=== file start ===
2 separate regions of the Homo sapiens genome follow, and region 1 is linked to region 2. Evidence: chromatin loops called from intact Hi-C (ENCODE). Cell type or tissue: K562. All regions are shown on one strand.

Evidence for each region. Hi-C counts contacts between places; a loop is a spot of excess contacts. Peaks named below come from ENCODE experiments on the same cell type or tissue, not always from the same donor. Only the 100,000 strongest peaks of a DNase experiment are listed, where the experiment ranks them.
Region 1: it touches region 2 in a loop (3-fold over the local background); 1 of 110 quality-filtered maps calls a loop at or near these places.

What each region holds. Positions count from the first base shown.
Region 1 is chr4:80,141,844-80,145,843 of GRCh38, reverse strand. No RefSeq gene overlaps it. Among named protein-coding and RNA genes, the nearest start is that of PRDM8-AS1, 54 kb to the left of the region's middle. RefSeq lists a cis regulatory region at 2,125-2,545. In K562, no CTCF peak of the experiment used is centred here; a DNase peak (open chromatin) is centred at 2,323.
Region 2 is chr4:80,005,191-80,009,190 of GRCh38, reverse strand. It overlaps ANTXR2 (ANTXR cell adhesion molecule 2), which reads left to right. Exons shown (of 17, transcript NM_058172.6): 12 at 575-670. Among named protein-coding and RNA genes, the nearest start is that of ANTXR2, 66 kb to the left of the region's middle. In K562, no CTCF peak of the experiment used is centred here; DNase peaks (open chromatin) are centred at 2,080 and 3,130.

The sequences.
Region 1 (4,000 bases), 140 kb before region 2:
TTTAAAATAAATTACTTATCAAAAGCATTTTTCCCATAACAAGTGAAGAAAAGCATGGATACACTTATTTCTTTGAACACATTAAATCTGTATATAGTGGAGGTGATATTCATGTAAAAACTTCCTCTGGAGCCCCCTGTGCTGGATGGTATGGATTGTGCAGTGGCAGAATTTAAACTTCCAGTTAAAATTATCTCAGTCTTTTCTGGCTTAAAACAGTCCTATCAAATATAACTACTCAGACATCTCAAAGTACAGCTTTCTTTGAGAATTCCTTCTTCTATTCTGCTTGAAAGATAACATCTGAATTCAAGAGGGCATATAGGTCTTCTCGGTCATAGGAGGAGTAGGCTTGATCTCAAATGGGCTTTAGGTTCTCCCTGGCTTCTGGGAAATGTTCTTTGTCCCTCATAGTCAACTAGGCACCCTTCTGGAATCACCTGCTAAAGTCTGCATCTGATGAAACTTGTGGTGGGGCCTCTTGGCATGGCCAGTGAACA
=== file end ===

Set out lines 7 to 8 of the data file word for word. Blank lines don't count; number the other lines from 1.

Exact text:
The sequences.
Region 1 (4,000 bases), 140 kb before region 2: